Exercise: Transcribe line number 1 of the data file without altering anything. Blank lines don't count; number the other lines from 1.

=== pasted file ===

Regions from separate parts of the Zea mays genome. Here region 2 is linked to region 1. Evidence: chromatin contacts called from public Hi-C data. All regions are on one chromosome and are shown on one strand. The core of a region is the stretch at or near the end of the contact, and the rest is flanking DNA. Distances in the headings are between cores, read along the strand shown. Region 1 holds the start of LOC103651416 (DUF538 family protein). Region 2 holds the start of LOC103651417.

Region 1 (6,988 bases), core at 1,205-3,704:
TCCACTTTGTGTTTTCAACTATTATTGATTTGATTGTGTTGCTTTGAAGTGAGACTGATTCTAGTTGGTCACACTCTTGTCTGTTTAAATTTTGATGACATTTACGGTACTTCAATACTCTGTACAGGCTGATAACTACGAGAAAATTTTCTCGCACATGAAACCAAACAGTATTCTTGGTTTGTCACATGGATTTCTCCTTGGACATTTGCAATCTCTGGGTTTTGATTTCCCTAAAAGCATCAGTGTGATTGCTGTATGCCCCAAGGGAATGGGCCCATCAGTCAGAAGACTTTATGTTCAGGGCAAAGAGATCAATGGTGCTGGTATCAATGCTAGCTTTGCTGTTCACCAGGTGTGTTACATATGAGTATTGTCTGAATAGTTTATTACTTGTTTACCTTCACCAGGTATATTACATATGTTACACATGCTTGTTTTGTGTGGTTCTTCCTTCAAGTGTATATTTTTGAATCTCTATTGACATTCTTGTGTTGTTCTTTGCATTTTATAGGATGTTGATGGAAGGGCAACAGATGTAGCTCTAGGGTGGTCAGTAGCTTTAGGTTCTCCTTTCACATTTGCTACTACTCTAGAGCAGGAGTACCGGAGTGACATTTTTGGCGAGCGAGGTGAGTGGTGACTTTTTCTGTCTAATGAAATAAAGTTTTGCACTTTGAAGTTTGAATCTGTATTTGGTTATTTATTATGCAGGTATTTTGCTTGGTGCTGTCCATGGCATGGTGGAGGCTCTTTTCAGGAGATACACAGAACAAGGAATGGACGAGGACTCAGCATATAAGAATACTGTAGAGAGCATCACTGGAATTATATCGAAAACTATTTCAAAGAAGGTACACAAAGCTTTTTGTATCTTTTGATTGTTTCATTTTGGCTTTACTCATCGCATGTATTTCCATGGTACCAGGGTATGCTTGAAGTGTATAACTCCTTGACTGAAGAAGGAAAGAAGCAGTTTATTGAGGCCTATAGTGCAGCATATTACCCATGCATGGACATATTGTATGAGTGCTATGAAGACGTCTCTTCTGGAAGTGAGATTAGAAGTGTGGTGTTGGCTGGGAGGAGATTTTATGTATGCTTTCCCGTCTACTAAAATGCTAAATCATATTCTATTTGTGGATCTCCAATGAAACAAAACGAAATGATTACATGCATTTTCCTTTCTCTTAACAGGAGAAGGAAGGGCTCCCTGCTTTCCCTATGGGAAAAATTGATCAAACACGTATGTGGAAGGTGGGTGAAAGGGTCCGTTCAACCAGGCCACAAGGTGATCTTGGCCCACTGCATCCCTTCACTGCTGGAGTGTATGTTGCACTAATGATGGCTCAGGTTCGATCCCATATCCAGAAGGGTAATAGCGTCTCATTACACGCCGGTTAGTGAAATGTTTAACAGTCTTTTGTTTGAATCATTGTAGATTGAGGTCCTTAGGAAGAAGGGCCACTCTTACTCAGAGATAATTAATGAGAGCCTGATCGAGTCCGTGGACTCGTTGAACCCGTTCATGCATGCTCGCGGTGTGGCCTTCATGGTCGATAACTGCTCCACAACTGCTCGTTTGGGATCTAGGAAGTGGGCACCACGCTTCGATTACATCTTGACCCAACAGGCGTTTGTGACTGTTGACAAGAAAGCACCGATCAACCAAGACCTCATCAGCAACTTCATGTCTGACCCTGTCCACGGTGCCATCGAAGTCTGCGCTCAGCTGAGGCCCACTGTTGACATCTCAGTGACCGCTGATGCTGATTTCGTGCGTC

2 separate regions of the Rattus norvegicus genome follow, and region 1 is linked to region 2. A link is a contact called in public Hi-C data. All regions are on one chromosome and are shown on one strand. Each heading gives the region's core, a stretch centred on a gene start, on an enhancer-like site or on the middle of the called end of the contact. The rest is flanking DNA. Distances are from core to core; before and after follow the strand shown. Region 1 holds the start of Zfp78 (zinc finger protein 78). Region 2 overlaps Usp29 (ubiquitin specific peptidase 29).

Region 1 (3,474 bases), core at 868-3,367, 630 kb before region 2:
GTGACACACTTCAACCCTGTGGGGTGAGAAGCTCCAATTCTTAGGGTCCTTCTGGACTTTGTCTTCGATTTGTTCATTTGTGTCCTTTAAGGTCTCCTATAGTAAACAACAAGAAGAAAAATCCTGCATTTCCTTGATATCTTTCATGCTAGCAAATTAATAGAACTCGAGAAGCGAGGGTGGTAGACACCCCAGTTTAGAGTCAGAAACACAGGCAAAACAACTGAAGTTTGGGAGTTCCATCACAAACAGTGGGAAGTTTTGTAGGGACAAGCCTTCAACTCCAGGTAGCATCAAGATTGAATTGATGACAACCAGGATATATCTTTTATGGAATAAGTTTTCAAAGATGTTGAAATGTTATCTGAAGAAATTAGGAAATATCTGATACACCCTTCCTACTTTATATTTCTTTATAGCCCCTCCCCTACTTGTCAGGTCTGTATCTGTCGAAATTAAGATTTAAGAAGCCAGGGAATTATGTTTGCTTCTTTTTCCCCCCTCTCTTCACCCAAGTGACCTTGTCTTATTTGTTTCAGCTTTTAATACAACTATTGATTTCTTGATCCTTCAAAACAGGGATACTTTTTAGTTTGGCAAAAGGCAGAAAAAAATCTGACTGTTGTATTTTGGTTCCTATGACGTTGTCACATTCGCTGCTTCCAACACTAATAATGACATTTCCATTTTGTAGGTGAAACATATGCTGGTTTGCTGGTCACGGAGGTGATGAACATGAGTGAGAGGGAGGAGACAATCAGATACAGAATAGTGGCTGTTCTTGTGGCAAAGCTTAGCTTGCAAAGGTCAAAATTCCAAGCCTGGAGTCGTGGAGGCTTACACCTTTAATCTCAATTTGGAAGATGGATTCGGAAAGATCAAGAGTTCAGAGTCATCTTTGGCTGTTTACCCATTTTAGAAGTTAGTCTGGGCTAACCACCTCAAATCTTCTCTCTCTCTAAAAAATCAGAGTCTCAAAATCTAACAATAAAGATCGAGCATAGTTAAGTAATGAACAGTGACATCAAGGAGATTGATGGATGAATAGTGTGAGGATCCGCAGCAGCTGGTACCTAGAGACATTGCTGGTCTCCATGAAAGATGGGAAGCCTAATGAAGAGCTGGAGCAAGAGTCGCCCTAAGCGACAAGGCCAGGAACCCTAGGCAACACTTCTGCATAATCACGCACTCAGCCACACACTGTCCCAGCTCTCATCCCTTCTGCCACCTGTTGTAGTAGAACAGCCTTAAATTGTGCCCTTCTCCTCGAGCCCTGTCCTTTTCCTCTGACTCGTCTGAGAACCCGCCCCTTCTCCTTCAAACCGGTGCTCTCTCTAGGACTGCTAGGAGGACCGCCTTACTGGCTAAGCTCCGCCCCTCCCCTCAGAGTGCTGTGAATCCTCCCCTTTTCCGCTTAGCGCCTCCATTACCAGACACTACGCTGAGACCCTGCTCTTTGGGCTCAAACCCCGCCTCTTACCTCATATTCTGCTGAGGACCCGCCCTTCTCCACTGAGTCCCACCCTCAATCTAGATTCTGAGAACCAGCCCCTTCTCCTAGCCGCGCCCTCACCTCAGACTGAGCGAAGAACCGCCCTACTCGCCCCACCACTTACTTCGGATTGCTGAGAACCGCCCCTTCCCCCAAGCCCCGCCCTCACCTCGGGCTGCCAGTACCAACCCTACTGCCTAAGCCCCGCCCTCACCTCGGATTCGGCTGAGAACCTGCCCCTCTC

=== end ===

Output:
Regions from separate parts of the Zea mays genome. Here region 2 is linked to region 1. Evidence: chromatin contacts called from public Hi-C data. All regions are on one chromosome and are shown on one strand. The core of a region is the stretch at or near the end of the contact, and the rest is flanking DNA. Distances in the headings are between cores, read along the strand shown. Region 1 holds the start of LOC103651416 (DUF538 family protein). Region 2 holds the start of LOC103651417.